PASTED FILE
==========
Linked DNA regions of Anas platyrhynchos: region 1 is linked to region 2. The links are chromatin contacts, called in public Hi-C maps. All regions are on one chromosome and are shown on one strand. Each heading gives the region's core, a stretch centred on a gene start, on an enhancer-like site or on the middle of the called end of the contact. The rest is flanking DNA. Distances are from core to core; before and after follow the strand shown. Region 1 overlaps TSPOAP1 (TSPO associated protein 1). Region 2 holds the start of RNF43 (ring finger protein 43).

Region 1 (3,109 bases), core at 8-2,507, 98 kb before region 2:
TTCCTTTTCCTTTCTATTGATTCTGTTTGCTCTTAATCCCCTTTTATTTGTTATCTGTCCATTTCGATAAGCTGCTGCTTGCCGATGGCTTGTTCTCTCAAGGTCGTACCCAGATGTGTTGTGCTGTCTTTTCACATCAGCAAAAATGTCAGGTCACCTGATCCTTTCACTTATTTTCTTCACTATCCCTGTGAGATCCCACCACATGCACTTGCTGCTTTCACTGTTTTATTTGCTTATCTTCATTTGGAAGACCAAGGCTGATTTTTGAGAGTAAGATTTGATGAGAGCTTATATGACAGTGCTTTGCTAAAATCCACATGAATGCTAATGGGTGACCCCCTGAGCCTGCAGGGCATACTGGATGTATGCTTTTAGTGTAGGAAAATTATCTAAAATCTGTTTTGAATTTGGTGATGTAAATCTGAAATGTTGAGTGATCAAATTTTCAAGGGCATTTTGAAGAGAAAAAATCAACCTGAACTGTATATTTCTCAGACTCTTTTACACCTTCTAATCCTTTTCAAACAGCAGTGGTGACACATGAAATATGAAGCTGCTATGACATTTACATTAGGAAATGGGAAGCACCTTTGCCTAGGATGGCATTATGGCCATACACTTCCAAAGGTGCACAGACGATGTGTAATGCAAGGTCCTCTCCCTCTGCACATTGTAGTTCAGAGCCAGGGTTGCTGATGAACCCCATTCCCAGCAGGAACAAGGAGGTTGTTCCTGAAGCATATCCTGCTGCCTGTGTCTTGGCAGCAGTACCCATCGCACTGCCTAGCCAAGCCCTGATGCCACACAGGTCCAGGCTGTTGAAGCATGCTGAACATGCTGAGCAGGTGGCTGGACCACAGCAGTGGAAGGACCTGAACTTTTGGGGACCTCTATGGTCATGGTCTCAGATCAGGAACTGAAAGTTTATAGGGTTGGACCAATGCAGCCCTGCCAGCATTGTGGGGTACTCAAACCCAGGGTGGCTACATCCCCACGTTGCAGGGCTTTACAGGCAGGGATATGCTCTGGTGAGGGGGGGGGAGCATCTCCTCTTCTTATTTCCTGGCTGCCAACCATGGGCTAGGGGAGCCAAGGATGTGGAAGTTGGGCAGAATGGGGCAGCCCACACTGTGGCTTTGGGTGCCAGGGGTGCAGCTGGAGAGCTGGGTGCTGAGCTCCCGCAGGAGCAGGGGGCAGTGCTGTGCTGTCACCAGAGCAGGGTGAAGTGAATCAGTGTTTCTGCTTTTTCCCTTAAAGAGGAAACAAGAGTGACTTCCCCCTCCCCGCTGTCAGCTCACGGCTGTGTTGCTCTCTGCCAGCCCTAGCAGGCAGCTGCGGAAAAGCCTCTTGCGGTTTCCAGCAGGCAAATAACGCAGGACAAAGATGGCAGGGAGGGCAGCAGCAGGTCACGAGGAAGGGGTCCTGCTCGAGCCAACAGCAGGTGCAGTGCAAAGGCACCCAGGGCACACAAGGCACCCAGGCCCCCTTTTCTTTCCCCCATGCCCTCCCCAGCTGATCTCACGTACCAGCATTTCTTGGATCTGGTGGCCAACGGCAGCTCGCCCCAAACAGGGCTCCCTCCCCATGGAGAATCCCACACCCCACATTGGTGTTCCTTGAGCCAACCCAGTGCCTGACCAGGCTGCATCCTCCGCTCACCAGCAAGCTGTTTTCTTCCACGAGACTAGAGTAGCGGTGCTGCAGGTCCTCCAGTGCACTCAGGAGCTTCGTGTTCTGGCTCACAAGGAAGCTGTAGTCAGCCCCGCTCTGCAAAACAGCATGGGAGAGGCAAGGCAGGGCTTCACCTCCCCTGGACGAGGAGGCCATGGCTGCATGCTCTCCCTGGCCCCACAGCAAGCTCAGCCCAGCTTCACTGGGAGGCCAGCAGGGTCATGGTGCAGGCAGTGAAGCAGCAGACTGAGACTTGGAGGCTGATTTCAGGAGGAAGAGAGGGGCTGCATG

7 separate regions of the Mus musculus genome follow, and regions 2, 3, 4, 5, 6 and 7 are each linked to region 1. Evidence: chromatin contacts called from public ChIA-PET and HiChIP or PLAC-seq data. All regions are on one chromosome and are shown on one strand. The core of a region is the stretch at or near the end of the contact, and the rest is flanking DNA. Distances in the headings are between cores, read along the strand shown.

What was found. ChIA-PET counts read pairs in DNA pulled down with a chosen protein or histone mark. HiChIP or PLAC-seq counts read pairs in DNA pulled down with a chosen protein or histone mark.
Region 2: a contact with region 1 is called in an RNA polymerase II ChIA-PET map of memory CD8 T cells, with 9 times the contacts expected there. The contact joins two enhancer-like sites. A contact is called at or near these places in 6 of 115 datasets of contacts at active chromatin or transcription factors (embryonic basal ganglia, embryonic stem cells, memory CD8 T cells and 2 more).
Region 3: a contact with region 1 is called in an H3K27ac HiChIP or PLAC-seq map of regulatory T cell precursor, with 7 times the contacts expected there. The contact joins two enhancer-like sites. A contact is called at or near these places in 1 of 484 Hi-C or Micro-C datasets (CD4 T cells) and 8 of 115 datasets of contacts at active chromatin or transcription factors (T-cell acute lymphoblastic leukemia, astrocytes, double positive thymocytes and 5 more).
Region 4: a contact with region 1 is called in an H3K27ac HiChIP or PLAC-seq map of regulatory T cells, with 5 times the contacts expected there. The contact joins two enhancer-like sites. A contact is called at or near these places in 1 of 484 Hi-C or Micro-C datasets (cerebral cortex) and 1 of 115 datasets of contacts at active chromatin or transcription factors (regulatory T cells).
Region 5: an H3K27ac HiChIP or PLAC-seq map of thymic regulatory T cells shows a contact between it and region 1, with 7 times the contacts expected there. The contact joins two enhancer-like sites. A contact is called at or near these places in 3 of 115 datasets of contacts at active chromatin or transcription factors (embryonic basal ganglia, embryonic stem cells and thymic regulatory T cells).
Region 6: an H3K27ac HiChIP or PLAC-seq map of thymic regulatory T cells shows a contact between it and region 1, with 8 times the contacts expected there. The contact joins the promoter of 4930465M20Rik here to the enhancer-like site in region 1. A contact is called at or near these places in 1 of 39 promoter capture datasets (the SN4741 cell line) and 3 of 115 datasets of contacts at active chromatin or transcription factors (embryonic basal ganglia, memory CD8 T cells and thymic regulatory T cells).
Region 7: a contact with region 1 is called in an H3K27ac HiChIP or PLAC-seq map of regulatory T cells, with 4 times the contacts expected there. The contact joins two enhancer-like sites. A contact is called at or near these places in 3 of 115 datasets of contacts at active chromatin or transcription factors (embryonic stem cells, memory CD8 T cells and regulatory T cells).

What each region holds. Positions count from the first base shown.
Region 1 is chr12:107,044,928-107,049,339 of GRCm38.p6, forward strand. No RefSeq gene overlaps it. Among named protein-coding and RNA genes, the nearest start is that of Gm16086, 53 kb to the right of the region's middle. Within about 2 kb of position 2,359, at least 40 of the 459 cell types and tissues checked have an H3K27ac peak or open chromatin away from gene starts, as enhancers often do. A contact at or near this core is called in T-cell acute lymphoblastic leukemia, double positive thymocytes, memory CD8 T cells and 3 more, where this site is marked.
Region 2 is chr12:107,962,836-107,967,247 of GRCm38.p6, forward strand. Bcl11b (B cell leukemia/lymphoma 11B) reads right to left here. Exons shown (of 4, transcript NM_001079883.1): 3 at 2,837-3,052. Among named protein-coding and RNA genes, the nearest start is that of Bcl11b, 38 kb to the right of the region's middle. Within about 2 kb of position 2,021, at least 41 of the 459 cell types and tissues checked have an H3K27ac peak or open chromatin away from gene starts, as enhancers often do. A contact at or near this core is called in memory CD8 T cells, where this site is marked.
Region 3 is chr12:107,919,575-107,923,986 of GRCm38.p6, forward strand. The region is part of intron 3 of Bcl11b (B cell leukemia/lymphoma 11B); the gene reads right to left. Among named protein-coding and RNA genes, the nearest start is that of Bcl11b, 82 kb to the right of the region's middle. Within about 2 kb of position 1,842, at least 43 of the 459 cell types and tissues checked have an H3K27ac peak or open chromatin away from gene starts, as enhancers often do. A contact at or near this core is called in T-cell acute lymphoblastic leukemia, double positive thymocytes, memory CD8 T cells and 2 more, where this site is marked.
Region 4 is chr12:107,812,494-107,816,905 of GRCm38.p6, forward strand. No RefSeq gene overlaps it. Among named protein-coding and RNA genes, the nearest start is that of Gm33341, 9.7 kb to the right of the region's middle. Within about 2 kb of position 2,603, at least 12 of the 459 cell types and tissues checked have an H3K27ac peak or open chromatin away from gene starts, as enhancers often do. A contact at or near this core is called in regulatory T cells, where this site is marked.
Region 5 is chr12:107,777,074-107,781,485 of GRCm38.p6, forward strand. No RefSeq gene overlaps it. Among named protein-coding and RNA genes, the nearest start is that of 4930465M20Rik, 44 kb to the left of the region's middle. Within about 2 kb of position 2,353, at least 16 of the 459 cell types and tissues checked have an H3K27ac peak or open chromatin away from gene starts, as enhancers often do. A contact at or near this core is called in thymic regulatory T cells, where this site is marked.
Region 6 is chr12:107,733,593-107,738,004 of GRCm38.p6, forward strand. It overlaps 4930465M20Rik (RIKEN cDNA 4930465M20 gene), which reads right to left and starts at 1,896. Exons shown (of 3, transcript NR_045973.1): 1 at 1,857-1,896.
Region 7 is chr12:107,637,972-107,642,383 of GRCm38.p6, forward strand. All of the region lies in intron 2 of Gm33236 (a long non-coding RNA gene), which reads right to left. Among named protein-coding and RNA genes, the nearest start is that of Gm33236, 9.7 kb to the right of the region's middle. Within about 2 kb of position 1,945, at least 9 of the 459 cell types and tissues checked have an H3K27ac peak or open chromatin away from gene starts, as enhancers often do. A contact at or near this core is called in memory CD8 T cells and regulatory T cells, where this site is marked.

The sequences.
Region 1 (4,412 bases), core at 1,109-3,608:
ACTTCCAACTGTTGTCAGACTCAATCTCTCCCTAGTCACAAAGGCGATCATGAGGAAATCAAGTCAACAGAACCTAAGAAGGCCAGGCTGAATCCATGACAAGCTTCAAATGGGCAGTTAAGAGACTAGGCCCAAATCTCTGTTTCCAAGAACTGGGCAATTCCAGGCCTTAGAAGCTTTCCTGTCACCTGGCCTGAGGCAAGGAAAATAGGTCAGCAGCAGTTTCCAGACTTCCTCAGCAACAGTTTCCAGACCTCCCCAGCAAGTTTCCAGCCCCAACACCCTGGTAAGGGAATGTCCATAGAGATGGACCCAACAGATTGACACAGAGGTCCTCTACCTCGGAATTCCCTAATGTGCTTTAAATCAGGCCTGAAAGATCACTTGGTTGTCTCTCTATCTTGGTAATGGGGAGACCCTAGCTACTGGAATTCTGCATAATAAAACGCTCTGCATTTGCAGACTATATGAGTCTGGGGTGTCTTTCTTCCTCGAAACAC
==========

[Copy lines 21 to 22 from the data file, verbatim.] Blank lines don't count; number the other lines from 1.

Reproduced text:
Region 1 (4,412 bases), core at 1,109-3,608:
ACTTCCAACTGTTGTCAGACTCAATCTCTCCCTAGTCACAAAGGCGATCATGAGGAAATCAAGTCAACAGAACCTAAGAAGGCCAGGCTGAATCCATGACAAGCTTCAAATGGGCAGTTAAGAGACTAGGCCCAAATCTCTGTTTCCAAGAACTGGGCAATTCCAGGCCTTAGAAGCTTTCCTGTCACCTGGCCTGAGGCAAGGAAAATAGGTCAGCAGCAGTTTCCAGACTTCCTCAGCAACAGTTTCCAGACCTCCCCAGCAAGTTTCCAGCCCCAACACCCTGGTAAGGGAATGTCCATAGAGATGGACCCAACAGATTGACACAGAGGTCCTCTACCTCGGAATTCCCTAATGTGCTTTAAATCAGGCCTGAAAGATCACTTGGTTGTCTCTCTATCTTGGTAATGGGGAGACCCTAGCTACTGGAATTCTGCATAATAAAACGCTCTGCATTTGCAGACTATATGAGTCTGGGGTGTCTTTCTTCCTCGAAACAC